If you Missed Filing FBAR, Why?

Just because the taxpayer did not file the FBAR — even if they are under examination — does not mean that they will become subject to penalties. There are various legitimate reasons why a taxpayer may have not filed the FBAR. For example, maybe their bank accounts were under $10,000 but they were not aware that foreign life insurance and pension plans are reportable. Additionally, it could simply be that the taxpayer was working with a tax professional who did not let the taxpayer know they were required to file an annual FBAR (professional reliance/reasonable cause). Either way, taxpayers should be careful to not be led astray by inexperienced counsel or fear-mongers — because typically these types of issues can be resolved.

Should You Get Compliant First?

For taxpayers who were out of compliance but want to get into compliance before they are subject to an FBAR examination, the IRS provides various FBAR amnesty programs that the tax mayor would qualify for to safely get into compliance before being under examination. This allows the taxpayer to make a proactive submission to the IRS and take the offensive as opposed to being under examination and being on the defensive.

Late Filing Penalties May be Reduced or Avoided

For Taxpayers who did not timely file their FBAR and other international information-related reporting forms, the IRS has developed many different offshore amnesty programs to assist taxpayers with safely getting into compliance. These programs may reduce or even eliminate international reporting penalties.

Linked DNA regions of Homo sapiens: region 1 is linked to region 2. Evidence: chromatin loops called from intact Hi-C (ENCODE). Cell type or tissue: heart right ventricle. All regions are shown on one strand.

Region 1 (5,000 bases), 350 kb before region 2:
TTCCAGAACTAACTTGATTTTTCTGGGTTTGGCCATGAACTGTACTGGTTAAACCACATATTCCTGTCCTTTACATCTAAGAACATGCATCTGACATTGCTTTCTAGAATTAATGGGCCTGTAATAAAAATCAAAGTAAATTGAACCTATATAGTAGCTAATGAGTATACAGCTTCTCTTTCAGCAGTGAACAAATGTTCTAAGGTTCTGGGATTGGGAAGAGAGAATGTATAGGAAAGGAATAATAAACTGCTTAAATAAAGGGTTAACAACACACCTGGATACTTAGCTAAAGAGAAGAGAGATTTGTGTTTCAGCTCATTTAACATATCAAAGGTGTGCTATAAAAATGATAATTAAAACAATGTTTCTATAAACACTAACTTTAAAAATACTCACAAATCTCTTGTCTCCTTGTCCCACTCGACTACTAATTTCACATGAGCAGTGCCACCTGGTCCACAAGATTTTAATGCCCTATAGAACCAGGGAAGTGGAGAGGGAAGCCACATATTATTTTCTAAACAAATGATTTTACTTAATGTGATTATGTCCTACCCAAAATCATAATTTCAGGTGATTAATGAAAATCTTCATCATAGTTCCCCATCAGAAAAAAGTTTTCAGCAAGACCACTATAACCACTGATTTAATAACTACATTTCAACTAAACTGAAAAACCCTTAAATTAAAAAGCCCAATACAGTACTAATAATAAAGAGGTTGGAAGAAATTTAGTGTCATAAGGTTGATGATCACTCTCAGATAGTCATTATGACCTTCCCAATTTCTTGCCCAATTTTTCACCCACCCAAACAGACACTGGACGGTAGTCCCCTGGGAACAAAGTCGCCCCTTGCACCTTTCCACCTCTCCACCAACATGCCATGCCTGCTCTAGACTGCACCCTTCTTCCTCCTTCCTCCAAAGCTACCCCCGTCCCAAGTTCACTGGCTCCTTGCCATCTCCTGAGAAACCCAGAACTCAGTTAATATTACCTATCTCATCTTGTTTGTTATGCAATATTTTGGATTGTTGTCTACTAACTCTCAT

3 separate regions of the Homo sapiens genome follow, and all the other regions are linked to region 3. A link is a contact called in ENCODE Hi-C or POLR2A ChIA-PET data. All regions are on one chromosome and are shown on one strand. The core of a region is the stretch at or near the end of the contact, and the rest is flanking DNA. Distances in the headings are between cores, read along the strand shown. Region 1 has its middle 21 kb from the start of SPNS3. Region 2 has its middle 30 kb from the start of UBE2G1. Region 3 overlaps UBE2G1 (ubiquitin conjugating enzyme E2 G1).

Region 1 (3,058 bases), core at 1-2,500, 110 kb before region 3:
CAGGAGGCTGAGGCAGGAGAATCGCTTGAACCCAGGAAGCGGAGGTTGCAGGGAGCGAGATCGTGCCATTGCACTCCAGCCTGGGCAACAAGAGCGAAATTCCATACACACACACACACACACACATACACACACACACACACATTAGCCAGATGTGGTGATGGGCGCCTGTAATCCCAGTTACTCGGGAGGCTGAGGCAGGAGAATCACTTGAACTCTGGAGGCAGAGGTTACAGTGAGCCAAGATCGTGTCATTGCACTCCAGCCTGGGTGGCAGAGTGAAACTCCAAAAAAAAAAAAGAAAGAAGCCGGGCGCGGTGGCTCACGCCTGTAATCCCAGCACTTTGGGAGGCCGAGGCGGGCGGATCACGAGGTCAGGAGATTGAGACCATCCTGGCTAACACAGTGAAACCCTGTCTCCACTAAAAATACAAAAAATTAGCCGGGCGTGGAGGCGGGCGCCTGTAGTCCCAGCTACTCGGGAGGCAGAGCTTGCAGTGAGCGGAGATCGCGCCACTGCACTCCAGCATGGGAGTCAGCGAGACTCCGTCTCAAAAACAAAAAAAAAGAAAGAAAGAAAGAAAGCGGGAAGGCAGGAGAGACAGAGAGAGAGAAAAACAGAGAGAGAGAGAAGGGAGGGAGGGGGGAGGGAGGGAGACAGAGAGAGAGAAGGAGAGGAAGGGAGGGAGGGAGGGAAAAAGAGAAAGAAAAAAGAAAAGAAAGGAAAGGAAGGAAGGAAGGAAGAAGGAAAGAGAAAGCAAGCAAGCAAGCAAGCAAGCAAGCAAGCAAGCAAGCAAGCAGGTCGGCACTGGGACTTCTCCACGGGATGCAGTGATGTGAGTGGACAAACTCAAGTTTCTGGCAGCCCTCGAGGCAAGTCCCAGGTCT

Current Year vs Prior Year Non-Compliance

Once a taxpayer missed the tax and reporting (such as FBAR and FATCA) requirements for prior years, they will want to be careful before submitting their information to the IRS in the current year. That is because they may risk making a quiet disclosure if they just begin filing forward in the current year and/or mass filing previous year forms without doing so under one of the approved IRS offshore submission procedures. Before filing prior untimely foreign reporting forms, taxpayers should consider speaking with a Board-Certified Tax Law Specialist who specializes exclusively in these types of offshore disclosure matters.

Avoid False Offshore Disclosure Submissions (Willful vs Non-Willful)

In recent years, the IRS has increased the level of scrutiny for certain streamlined procedure submissions. When a person is non-willful, they have an excellent chance of making a successful submission to Streamlined Procedures. If they are willful, they would submit to the IRS Voluntary Disclosure Program instead. But, if a willful Taxpayer submits an intentionally false narrative under the Streamlined Procedures (and gets caught), they may become subject to significant fines and penalties

Need Help Finding an Experienced Offshore Tax Attorney?

When it comes to hiring an experienced international tax attorney to represent you for unreported foreign and offshore account reporting, it can become overwhelming for taxpayers trying to trek through all the false information and nonsense they will find in their online research. There are only a handful of attorneys worldwide who are Board-Certified Tax Specialists and who specialize exclusively in offshore disclosure and international tax amnesty reporting. 

Golding & Golding: About Our International Tax Law Firm

Golding & Golding specializes exclusively in international tax, specifically IRS offshore disclosure

Contact our firm today for assistance.